Welcome to Digital Homesteading.
This collection of resources from 9 Clouds helps you build your business and community.
Dating through your late twenties generates not only a collection of hilarious stories, but also a unique skill set because of what it ultimately leads to: you get really good at ending relationships. And in the crazy world of advertising and marketing, it prepares you for the worst — ending client relationships.
When a client and agency part ways, it can be a tricky scenario for account services, but you can make it through. Here are the three main steps to take.
1. Assess the Situation (Now What?)
Ending a relationship is never fun, so let’s agree on that now. Especially in the beginning, tensions will run high. Tact is key.
Once you make it past the initial shock of breaking up, gather your transition team. Your account services personnel will be instrumental in identifying and communicating deliverables and subsequent direction with all individuals, both on the agency side and on the client side.
Before you go any further, determine with the client who your current workload will be transitioning to. Is the client switching to another agency? Get in touch with their new account services rep. Are they taking the work in-house? Ask which employee you should speak with.
No matter what the situation, find your point of contact, and keep communication clear.
Create a Timeline
Next, take an inventory of your current workload, and discuss clearly with the client how they would like the transition to go (and how long it should take).
A month is a good timeline to make sure things are handed off neatly, but depending on the circumstances, the client might need a more barebones transition (read: credentials, working files, and a blessing).
2. Divide the Property (Who Gets What?)
No matter where your work is going — either in-house or to another agency — you will want to transition your marketing efforts in a way that makes sense.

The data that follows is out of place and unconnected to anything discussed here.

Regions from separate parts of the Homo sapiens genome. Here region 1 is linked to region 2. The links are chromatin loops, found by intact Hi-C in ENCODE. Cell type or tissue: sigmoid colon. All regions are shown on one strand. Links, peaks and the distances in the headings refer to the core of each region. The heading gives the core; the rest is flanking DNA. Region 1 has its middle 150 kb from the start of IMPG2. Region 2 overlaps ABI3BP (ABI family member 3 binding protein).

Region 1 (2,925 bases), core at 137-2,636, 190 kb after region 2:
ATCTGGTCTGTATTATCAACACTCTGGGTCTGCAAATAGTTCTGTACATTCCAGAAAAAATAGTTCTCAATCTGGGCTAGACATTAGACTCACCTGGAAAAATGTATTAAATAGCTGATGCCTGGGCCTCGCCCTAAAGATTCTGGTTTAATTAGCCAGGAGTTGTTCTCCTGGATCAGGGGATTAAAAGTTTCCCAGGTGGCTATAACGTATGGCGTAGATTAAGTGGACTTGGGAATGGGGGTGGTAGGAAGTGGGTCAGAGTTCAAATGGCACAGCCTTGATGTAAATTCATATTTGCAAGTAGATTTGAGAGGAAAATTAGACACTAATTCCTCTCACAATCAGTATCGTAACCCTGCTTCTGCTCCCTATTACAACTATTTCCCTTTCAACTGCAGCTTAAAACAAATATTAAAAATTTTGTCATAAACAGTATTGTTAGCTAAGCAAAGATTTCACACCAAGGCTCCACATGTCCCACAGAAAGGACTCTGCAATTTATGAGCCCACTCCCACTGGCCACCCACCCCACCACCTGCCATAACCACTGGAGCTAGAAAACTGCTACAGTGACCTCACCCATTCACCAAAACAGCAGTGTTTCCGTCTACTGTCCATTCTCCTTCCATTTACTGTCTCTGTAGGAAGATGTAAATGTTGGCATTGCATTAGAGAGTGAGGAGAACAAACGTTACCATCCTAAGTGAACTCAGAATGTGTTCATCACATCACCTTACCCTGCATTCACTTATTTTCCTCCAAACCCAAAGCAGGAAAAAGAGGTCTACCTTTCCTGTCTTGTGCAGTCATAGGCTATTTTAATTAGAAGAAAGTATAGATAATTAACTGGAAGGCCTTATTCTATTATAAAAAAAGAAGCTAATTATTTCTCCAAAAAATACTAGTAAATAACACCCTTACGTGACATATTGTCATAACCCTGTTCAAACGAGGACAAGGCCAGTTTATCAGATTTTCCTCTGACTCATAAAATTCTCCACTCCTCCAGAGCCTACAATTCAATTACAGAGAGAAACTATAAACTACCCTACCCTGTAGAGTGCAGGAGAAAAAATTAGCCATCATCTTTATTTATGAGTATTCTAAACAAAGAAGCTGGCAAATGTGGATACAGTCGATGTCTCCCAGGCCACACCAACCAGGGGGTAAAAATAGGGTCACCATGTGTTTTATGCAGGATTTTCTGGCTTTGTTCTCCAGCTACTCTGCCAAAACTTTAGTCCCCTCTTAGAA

Keep the division of property as seamless as possible.
If the client started at a previous agency, this part is pretty easy. Many client relationships begin with accounts like Google AdWords and Analytics already set up. If that’s the case, you can simply remove yourself from the account access (after making sure they still have their credentials on file).
If you’re the agency that set up different services for the client, this part can get a little tricky. No matter what, follow your contract. If the contract is unclear, go with your gut on what feels right, and communicate that with the client.
If the client’s AdWords account and campaigns were entirely set up by your agency and currently live in your My Client Center (MCC), it’s easy to export their account so that they can import it into their newly created account.
Don’t be the guy (or gal) who fights former clients for access to the work you did while together. But also remember to get paid for your intellectual property.
It’s important to continue honoring your client relationship, even if it was problematic. After all, you entered into an agreement to deliver work for this client — so don’t deny them access after the fact.
However, it’s okay to set boundaries that protect your intellectual property. If a client wants some help with their search engine optimization (SEO), for example, you can give them some general guidelines and principles, but you don’t need to hand over your entire SEO handbook.
People come to you for your expertise — so set a price, and don’t work for free.
3. Get Feedback (What Went Wrong?)
Especially if it’s the client’s decision to terminate the relationship, it’s important to ask for feedback — even the negative. Set a meeting or phone call before the end of your contract when you can go over final reports and ask final questions.
What went wrong? Was it the work delivered? The account services?
Discussing areas of improvement helps both parties improve their businesses. The fact that your relationship is coming to an end means you can use this time to be refreshingly honest.
If a client reaches out post-contract with questions about work your group has done or needs advice, be sure to answer them. Even though they’re not your client anymore, you should still consider your reputation.
You’re now that cool person who can be friends with their ex — you recognize why things ended, but you’re still there for them.
Win It Next Time: Set Everyone Up to Succeed
After closing the book on a client relationship, you enter a fun period of self-reflection. Using the feedback from your client and following what you know to be true for your business, you can find the clients that are right for your agency.
There isn’t a perfect client, and there isn’t a perfect agency — but take an inventory of what your team excels at, and refocus as needed. You will have a better chance of succeeding with client relationships if you follow what you know works.
For us at 9 Clouds, that specialty is automotive inbound marketing. But even though we specialize in automotive, that doesn’t mean all dealerships would work well with our team. We need to be strategic about the partnerships we form.
Account services and client relationships are important for your business. Understand what your service offerings should be, and set everyone up to succeed by being open and honest from the start.
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